Dexcom back to finger-stick: tips

T1D, MDI CGM user here. Once or twice per year, my last Dexcom sensor expires before my supplier can complete my replacement order. Several times I’ve had to use finger-stick tests for a couple of weeks. Here are my tips for you if you too need to do this:

  1. plan to test 4 times per day: breakfast, lunch, dinner, bedtime;
  2. inject a calculated dose of short-term insulin (e.g., Novolog) before each meal, and possibly at bed time.
  3. count carbohydrates;
  4. use your carbohydrate ratio (grams of carbs that 1 unit of insulin will handle) to calculate the doses;
    basic dose = grams of carb / carbohydrate ratio
  5. try to maintain a target glucose reading; for me it’s 120 mg/dl.
  6. at bedtime, you can take an additional dose if your glucose reading is too high above your target. if your glucose reading is below the target, drink some orange juice.
  7. if you use a long lasting insulin, such as lantus, only change your dose to respond to daily change. such as surprisingly high or low readings in the morning.

Or. You could restart your last sensor.


However also good to have backup plan to handle case without dexcom!!

@celdridge search this site for more info on sensor restarts. This can allow you to continue dexcom use, during order/supply gaps.

Will Do!


Here is the information for restarting.I have a huge back up supply now and I actually prefer a restarted sensor’s accuracy.

Here’s a link to the videos, a guitar pick is actually the easiest thing to use to remove a transmitter, it pops it out really easy.

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I agree, it makes sense to be able to function with meters. That is something I did for over 50 years, though fortunately that is now just a memory.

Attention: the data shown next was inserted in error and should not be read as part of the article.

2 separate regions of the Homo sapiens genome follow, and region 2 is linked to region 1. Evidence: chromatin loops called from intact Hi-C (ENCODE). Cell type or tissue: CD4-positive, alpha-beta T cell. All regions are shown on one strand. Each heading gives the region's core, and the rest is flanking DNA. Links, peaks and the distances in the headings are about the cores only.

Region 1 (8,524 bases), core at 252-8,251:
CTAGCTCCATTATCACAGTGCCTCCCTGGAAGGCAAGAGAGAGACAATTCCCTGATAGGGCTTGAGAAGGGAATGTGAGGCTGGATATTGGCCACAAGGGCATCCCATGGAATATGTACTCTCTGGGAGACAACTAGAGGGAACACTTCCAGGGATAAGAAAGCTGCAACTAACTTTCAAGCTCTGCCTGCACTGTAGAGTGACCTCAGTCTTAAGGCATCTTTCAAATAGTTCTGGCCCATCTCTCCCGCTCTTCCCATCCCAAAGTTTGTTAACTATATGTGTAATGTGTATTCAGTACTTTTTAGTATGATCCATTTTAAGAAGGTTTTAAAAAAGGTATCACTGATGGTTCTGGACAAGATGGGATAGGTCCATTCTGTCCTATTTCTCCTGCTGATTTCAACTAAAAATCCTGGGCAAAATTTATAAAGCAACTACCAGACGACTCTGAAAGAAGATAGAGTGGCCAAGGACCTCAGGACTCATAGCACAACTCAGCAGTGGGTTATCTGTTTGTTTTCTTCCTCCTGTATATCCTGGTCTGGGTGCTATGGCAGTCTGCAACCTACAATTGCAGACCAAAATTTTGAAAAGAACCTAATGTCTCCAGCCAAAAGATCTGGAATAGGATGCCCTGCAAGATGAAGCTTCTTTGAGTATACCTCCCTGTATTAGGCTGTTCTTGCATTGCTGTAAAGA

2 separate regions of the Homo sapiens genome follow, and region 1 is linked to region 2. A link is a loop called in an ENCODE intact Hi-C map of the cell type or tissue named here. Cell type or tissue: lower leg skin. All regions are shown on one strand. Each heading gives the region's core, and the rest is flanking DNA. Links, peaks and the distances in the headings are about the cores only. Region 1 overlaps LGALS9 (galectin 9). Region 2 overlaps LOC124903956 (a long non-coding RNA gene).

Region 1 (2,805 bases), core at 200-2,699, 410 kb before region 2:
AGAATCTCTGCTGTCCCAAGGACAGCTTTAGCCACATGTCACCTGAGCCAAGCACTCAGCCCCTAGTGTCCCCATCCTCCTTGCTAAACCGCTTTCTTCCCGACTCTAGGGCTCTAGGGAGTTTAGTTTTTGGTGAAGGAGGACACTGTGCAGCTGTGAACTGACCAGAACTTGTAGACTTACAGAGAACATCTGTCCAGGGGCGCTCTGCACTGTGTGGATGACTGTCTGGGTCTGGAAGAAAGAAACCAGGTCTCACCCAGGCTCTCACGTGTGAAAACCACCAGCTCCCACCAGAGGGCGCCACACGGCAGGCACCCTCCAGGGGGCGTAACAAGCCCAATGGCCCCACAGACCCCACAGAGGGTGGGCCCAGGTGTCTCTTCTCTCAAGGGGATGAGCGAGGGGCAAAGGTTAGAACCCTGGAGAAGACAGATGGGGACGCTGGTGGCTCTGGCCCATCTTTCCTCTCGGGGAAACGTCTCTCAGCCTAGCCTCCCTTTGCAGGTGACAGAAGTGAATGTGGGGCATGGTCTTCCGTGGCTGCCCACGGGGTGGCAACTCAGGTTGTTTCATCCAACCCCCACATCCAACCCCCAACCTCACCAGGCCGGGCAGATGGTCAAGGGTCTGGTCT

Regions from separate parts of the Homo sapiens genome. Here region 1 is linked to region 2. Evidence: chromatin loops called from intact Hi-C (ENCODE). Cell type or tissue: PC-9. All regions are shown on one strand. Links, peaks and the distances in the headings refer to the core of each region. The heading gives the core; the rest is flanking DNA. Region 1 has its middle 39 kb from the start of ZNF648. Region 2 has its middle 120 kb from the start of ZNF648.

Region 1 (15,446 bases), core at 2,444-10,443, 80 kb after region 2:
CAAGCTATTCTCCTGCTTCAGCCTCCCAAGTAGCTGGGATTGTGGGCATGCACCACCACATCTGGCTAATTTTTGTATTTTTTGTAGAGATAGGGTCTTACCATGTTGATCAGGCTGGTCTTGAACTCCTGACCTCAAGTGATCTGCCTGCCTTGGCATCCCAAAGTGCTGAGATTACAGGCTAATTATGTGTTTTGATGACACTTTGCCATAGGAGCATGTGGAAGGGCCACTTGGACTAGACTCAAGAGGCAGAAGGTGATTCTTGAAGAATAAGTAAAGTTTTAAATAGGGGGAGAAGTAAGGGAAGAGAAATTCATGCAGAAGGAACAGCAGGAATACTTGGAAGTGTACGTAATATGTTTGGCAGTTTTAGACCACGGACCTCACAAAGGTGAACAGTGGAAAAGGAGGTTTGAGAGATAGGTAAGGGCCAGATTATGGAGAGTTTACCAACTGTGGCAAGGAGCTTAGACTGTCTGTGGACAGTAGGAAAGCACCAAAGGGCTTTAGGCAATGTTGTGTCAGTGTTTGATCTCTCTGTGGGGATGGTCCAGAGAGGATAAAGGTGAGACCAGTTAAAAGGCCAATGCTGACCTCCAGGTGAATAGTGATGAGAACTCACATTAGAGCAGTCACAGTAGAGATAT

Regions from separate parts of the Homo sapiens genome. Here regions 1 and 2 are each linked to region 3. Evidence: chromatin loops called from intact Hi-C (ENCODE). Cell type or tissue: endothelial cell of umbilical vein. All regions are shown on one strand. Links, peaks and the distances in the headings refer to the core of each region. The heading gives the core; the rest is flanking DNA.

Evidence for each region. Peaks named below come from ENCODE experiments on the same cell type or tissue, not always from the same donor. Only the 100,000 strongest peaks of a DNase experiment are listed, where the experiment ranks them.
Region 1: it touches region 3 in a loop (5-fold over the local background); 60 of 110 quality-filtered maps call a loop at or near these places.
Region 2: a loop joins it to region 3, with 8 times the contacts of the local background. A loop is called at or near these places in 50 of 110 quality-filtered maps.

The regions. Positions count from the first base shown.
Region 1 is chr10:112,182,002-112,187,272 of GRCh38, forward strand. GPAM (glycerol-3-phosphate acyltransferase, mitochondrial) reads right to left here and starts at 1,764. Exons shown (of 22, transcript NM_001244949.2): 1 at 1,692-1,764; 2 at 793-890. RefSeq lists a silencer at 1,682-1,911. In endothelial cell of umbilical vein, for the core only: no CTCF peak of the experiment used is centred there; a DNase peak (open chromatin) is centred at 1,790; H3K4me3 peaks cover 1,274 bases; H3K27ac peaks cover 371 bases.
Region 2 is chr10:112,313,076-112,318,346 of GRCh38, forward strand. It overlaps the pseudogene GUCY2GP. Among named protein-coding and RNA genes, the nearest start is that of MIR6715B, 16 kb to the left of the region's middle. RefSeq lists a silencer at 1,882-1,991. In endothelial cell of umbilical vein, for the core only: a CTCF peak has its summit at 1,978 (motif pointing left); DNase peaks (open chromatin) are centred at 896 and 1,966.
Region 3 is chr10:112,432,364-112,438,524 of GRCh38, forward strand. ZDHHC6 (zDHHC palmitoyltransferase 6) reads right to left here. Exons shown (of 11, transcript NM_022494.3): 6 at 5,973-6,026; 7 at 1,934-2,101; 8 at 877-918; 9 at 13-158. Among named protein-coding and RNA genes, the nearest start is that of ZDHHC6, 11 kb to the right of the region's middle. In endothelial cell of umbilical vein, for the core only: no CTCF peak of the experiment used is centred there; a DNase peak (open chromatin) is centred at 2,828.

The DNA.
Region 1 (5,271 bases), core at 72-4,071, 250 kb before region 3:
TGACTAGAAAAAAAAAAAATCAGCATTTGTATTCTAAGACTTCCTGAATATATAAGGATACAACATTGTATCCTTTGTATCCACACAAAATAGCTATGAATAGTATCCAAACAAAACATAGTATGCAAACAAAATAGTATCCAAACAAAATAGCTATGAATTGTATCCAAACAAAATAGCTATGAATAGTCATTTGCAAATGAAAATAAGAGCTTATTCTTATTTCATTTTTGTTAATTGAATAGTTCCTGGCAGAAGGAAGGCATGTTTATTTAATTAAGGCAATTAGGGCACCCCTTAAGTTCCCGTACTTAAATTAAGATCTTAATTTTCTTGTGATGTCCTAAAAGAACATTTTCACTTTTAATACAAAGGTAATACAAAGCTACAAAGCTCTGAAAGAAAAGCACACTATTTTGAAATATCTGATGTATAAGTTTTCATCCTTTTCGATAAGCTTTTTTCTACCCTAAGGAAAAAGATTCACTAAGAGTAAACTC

By the way, if your insurance gives you a hassle about buying test strips now that you have CGM, I suggest you get a OneTouch Ultra meter and purchase really excellent 3rd party affordable test strips " GenUltimate Blood Glucose Test Strips 250 Count" – on Amazon at this quantity they cost 36 cents US per strip, so many people can afford to purchase them without depending on insurance. As long as you set the meter code to what’s on the test-strip bottle, they are every bit as accurate as strips from the manufacturer.

In my experience, most G6 sensors are inaccurate during the 1st 24 hours, while restarted sensors are much more accurate after waiting the 2 hours and calibrating. While I like to build up a small supply of sensors in case there are delivery problems, the actual reason I do 1 restart per sensor is being able to avoid the 1st inaccurate 24 hours of a new sensor.

I am impressed that Dexcom has been able to fool the US FDA into believing G6 no longer needs calibration. Good for their shareholders. Not true, in my experience, most of the time, though I am always pleased when a new sensor needs very little calibration, which is about 10-20% of the time.

All that said, I just love my G6 CGM and view the above as a small price to pay for a far better technology than what preceeded it.